Albert Eulenburg (1914) noted a commonality across the paraphilias, using the terminology of his time, “All the forms of sexual perversion…have one thing in common: their roots reach down into the matrix of natural and normal sex life; there they are somehow closely connected with the feelings and expressions of our physiological erotism. They are…hyperbolic intensifications, distortions, monstrous fruits of certain partial and secondary expressions of this erotism which is considered ‘normal’ or at least within the limits of healthy sex feeling.”
The clinical literature contains reports of many paraphilias, only some of which receive their own entries in the diagnostic taxonomies of the American Psychiatric Association or the World Health Organization. There is disagreement regarding which sexual interests should be deemed paraphilic disorders versus normal variants of sexual interest. For example, as of May 2000, per DSM-IV-TR, “Because some cases of Sexual Sadism may not involve harm to a victim (e.g., inflicting humiliation on a consenting partner), the wording for sexual sadism involves a hybrid of the DSM-III-R and DSM-IV wording (i.e., “the person has acted on these urges with a non-consenting person, or the urges, sexual fantasies, or behaviors cause marked distress or interpersonal difficulty”).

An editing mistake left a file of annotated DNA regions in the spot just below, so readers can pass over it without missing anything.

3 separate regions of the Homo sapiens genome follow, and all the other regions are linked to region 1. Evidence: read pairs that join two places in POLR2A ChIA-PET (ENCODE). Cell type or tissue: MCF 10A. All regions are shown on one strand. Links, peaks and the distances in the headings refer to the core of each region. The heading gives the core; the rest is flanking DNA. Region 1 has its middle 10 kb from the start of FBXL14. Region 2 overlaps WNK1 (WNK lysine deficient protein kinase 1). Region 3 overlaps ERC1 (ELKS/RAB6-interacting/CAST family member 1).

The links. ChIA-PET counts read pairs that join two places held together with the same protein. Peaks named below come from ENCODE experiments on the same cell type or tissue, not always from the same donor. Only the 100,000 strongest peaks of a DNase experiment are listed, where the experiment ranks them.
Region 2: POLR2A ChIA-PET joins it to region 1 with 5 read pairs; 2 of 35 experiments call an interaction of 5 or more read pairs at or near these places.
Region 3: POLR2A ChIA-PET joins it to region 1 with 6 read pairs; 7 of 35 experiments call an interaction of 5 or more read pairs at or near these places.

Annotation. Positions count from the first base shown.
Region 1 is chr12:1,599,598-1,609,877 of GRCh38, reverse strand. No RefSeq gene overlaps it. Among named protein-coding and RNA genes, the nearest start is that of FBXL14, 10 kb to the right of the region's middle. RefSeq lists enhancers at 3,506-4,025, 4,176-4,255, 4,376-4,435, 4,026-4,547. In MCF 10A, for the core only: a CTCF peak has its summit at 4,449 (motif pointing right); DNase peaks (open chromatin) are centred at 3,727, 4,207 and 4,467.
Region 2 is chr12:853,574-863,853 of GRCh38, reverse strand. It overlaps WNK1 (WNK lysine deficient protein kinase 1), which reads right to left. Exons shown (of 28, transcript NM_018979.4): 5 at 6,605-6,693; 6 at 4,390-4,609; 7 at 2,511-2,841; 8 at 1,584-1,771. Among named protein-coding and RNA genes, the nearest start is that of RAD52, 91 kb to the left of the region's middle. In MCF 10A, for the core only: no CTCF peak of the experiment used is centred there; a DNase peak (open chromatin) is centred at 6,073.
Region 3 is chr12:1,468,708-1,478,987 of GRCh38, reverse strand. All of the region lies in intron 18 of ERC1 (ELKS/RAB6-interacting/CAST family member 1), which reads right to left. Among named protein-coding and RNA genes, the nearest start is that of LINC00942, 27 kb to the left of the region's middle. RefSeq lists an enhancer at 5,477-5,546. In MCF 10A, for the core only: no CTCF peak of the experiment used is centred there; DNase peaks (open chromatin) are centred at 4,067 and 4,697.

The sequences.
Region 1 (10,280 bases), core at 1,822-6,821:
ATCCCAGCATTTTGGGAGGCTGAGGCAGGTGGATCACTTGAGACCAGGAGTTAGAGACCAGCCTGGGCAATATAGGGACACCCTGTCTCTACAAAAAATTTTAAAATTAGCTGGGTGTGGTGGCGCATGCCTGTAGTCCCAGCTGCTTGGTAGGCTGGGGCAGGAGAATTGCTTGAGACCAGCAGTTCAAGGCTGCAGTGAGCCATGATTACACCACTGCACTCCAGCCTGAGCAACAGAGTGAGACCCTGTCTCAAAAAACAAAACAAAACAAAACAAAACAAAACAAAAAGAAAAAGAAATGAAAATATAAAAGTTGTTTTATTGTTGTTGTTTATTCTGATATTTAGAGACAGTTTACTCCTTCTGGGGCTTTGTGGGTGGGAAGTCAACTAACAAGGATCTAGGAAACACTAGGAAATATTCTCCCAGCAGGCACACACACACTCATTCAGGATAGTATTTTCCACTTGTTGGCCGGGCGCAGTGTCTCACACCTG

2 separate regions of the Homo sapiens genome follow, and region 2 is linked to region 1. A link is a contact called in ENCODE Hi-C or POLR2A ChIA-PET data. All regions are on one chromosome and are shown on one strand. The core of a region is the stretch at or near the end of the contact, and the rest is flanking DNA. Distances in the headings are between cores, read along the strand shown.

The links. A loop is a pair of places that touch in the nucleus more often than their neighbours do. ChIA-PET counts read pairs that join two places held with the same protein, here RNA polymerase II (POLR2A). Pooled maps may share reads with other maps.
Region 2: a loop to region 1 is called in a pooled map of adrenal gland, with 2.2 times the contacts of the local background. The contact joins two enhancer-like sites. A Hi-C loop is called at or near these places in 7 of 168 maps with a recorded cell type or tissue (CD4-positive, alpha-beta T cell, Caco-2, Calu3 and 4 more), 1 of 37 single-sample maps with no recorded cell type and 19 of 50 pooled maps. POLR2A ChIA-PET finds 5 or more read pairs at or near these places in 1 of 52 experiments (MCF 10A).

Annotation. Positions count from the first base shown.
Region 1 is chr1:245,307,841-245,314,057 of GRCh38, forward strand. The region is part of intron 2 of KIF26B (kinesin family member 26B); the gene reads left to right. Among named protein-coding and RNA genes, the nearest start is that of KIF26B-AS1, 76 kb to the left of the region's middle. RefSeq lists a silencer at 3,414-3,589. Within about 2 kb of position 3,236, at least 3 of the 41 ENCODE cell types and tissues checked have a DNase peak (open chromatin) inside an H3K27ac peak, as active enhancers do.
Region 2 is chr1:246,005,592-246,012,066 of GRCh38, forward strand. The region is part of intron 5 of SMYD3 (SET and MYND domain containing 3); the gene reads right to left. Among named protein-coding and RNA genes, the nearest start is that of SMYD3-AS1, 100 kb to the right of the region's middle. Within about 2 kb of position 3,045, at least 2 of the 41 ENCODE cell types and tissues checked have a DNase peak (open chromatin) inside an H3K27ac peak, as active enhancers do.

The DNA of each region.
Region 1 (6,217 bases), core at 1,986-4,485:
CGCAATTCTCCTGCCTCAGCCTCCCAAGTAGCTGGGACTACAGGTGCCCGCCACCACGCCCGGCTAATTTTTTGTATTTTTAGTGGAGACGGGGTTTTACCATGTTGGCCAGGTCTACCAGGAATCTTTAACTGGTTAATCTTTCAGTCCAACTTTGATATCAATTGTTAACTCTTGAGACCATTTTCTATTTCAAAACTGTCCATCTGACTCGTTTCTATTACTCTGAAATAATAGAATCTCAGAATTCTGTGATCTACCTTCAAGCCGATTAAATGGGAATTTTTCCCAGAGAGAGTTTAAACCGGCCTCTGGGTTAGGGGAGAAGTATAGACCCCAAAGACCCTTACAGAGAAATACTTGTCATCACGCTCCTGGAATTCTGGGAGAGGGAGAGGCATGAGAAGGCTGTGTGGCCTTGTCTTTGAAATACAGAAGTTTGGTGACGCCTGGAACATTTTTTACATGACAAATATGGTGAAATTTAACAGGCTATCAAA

Consensual adult activities and adult entertainment involving sexual roleplay, novel, superficial, or trivial aspects of sexual fetishism, or incorporating the use of sex toys are not necessarily paraphilic. Paraphilial psychopathology is not the same as psychologically normative adult human sexual behaviors, sexual fantasy, and sex play.